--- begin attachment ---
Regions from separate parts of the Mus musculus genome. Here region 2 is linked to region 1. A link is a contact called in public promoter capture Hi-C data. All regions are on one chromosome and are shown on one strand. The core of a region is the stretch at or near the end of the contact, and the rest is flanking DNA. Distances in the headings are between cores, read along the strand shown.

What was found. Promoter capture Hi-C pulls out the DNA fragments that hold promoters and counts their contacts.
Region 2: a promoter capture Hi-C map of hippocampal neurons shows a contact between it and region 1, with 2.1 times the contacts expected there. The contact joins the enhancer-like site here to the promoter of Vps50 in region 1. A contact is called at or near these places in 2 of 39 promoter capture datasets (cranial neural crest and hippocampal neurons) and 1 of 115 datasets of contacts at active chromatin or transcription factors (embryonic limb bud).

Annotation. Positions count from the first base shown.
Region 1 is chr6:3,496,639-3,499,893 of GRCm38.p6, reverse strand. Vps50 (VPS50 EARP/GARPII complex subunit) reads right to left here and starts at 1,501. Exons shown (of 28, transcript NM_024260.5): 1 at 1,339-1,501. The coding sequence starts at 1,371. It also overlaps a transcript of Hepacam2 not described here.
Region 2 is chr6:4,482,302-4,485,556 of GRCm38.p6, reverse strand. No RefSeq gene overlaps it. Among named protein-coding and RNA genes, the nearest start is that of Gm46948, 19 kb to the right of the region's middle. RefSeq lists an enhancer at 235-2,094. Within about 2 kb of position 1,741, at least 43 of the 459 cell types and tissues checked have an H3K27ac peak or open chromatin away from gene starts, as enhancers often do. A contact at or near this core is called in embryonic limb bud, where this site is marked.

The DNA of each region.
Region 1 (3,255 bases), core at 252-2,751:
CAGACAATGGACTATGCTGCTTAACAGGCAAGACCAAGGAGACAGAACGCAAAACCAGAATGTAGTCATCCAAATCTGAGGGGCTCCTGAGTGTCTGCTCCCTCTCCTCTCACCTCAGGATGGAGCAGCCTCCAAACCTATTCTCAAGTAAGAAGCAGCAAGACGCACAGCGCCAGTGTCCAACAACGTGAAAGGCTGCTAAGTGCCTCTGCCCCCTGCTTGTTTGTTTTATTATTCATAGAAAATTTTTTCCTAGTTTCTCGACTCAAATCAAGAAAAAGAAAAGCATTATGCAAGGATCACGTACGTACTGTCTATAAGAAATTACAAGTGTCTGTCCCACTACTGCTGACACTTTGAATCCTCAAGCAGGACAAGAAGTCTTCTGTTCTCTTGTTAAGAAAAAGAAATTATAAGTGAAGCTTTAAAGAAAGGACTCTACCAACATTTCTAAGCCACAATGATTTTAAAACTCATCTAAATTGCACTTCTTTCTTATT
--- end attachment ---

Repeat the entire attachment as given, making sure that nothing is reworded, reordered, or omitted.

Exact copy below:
Regions from separate parts of the Mus musculus genome. Here region 2 is linked to region 1. A link is a contact called in public promoter capture Hi-C data. All regions are on one chromosome and are shown on one strand. The core of a region is the stretch at or near the end of the contact, and the rest is flanking DNA. Distances in the headings are between cores, read along the strand shown.

What was found. Promoter capture Hi-C pulls out the DNA fragments that hold promoters and counts their contacts.
Region 2: a promoter capture Hi-C map of hippocampal neurons shows a contact between it and region 1, with 2.1 times the contacts expected there. The contact joins the enhancer-like site here to the promoter of Vps50 in region 1. A contact is called at or near these places in 2 of 39 promoter capture datasets (cranial neural crest and hippocampal neurons) and 1 of 115 datasets of contacts at active chromatin or transcription factors (embryonic limb bud).

Annotation. Positions count from the first base shown.
Region 1 is chr6:3,496,639-3,499,893 of GRCm38.p6, reverse strand. Vps50 (VPS50 EARP/GARPII complex subunit) reads right to left here and starts at 1,501. Exons shown (of 28, transcript NM_024260.5): 1 at 1,339-1,501. The coding sequence starts at 1,371. It also overlaps a transcript of Hepacam2 not described here.
Region 2 is chr6:4,482,302-4,485,556 of GRCm38.p6, reverse strand. No RefSeq gene overlaps it. Among named protein-coding and RNA genes, the nearest start is that of Gm46948, 19 kb to the right of the region's middle. RefSeq lists an enhancer at 235-2,094. Within about 2 kb of position 1,741, at least 43 of the 459 cell types and tissues checked have an H3K27ac peak or open chromatin away from gene starts, as enhancers often do. A contact at or near this core is called in embryonic limb bud, where this site is marked.

The DNA of each region.
Region 1 (3,255 bases), core at 252-2,751:
CAGACAATGGACTATGCTGCTTAACAGGCAAGACCAAGGAGACAGAACGCAAAACCAGAATGTAGTCATCCAAATCTGAGGGGCTCCTGAGTGTCTGCTCCCTCTCCTCTCACCTCAGGATGGAGCAGCCTCCAAACCTATTCTCAAGTAAGAAGCAGCAAGACGCACAGCGCCAGTGTCCAACAACGTGAAAGGCTGCTAAGTGCCTCTGCCCCCTGCTTGTTTGTTTTATTATTCATAGAAAATTTTTTCCTAGTTTCTCGACTCAAATCAAGAAAAAGAAAAGCATTATGCAAGGATCACGTACGTACTGTCTATAAGAAATTACAAGTGTCTGTCCCACTACTGCTGACACTTTGAATCCTCAAGCAGGACAAGAAGTCTTCTGTTCTCTTGTTAAGAAAAAGAAATTATAAGTGAAGCTTTAAAGAAAGGACTCTACCAACATTTCTAAGCCACAATGATTTTAAAACTCATCTAAATTGCACTTCTTTCTTATT